Best Tips For Writing Game Design Document

Brian Eugen
By Brian Eugen 5 Min Read
5 Min Read

A game designer is a person behind every game. He creates the concept and rules of the game, communicates his task to each member of the team. And the main tool in the hands of this specialist is a game design document.

A game design document, design doc or simply GDD is full-fledged technical documentation of a game, a “bible” of a project, an auxiliary tool with the basics that will guide a team’s actions, even if a game designer “falls out” of communication at the most inopportune moment.

GDD is created by a game designer in collaboration with divisional leads. It is necessary that any team member (programmer, artist, tester, project manager, technical support specialist and others) can open the GDD, quickly navigate in it and get a clear guide to action.

Today we will tell you about the best, in our opinion, tips that you should follow when creating a game design document. If you are more interested in the process of creating a game design document, then you can also find out how to make a game design document by clicking on the link.

Show, do not write

Trying to explain something to someone is hard. But it is even more difficult if you are trying to do it in writing. Even your scrupulously compiled notes, with a detailed description of every detail, when read by another person, will be distorted, so it is simply impossible to share your vision.

This will not only speed up the process of writing the design doc, but it will also deprive the reader of much room for interpretation, make the design doc clearer, shorter to read, and ensure that everyone understands what you mean.

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Briefly and clearly

Short sentences, a couple of words and a lot of dots:

  • Remove “and”, “or” and “therefore”;
  • You don’t need synonyms;
  • If you want to write “this weapon is cool and looks aggressive”, write more specifically (looks aggressive).

Use appropriate terms and abbreviations:

For example: let’s talk about the checkpoint system in Hollow Knight’s (benches):

  • Instead of writing “the checkpoint object allows the player to change enchantments, replenish health and stay at this point”, you can write “Bench”;
  • Be sure to explain what “bench” means in the previous paragraph or in the related document.

Think about the target audience of your document:

  • If you’re writing for a publisher, you’ll want to explain what words like “agency” or specific phrases like “player freedom” mean.
  • If you are writing for other game designers, it is assumed that they already know what “agency” is. Don’t waste a precious word by explaining this once again.

Nobody will ever read your design doc 100%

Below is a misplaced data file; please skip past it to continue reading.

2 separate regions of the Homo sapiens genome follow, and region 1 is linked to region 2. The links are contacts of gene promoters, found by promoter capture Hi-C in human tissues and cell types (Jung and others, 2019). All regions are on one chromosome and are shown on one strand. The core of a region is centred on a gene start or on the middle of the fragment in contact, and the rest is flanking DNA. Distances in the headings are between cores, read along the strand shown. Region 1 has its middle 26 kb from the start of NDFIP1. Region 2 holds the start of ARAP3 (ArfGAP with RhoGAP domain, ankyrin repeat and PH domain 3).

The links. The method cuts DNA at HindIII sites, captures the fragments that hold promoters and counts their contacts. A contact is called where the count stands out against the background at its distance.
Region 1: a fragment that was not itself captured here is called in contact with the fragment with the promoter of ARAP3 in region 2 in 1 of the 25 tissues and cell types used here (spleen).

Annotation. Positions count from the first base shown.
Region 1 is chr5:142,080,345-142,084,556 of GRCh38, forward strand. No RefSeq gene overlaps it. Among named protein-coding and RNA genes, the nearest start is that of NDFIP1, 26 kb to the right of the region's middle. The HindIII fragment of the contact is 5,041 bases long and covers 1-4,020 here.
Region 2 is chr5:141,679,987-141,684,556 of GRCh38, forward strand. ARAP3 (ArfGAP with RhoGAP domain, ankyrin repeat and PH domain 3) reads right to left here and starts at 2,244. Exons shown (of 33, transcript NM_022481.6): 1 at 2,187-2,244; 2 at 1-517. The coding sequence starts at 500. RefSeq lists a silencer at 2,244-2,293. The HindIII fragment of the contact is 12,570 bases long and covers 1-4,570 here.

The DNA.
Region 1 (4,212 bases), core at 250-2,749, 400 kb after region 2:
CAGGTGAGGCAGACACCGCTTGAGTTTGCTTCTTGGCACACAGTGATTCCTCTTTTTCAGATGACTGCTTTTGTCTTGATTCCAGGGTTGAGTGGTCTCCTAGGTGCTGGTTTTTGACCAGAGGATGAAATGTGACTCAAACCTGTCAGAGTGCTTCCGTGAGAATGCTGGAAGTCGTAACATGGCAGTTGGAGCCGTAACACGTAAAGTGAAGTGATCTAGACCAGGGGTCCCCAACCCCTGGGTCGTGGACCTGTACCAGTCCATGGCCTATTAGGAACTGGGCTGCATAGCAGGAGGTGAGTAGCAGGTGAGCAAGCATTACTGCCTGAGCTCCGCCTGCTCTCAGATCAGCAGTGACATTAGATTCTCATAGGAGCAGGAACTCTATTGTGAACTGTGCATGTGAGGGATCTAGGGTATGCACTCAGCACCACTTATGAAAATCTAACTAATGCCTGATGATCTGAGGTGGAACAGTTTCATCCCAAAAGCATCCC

This rule encourages you to think about how to minimize the amount of information in which the reader gets lost or finds the details unimportant. This rule summarizes that your goal as a documentation writer is to make sure the most important thing in your document reaches the intended reader. All the previous rules have this goal, but they are not enough. Also, you cannot do without such concepts: presentation (or the “right way” of writing a design doc) and timing (or “right time” for writing a design doc).

The right way

Remember previous tips: in short, “your document should look nice.” Avoiding walls of text and adding images will make your document look nicer, but you should also pay attention to:

  • Formatting the document to create hierarchy and visually separate content;
  • Avoid spreading topics over multiple pages whenever possible;
  • Format text differently, shorten sentences, reduce the size of pictures, and the like;
  • Never break a sentence between pages.
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This introduction has given you a general idea of our train of thought. I hope you now share our view of documentation and how to write it, but it would be even better if you didn’t completely share it: use this way of thinking to create your own, breaking some of the principles, creating more and adjusting everything to your work. , the workflow and the work of your team. Have you always wondered how much it costs to develop a game and what factors does it depend on? You can find it out, just click on the link:

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Brian Eugen is a tech-savvy wordsmith with a knack for captivating readers through his expertly crafted tech blog articles. His passion lies in dissecting the intricacies of technology, particularly in the realms of Android, Windows, internet, social media, gadgets, and reviews. With a deep understanding of the latest trends and a talent for simplifying complex concepts, His articles offer readers valuable insights and up-to-date information. His expertise in writing and genuine love for all things tech make him a trusted source in the digital landscape.
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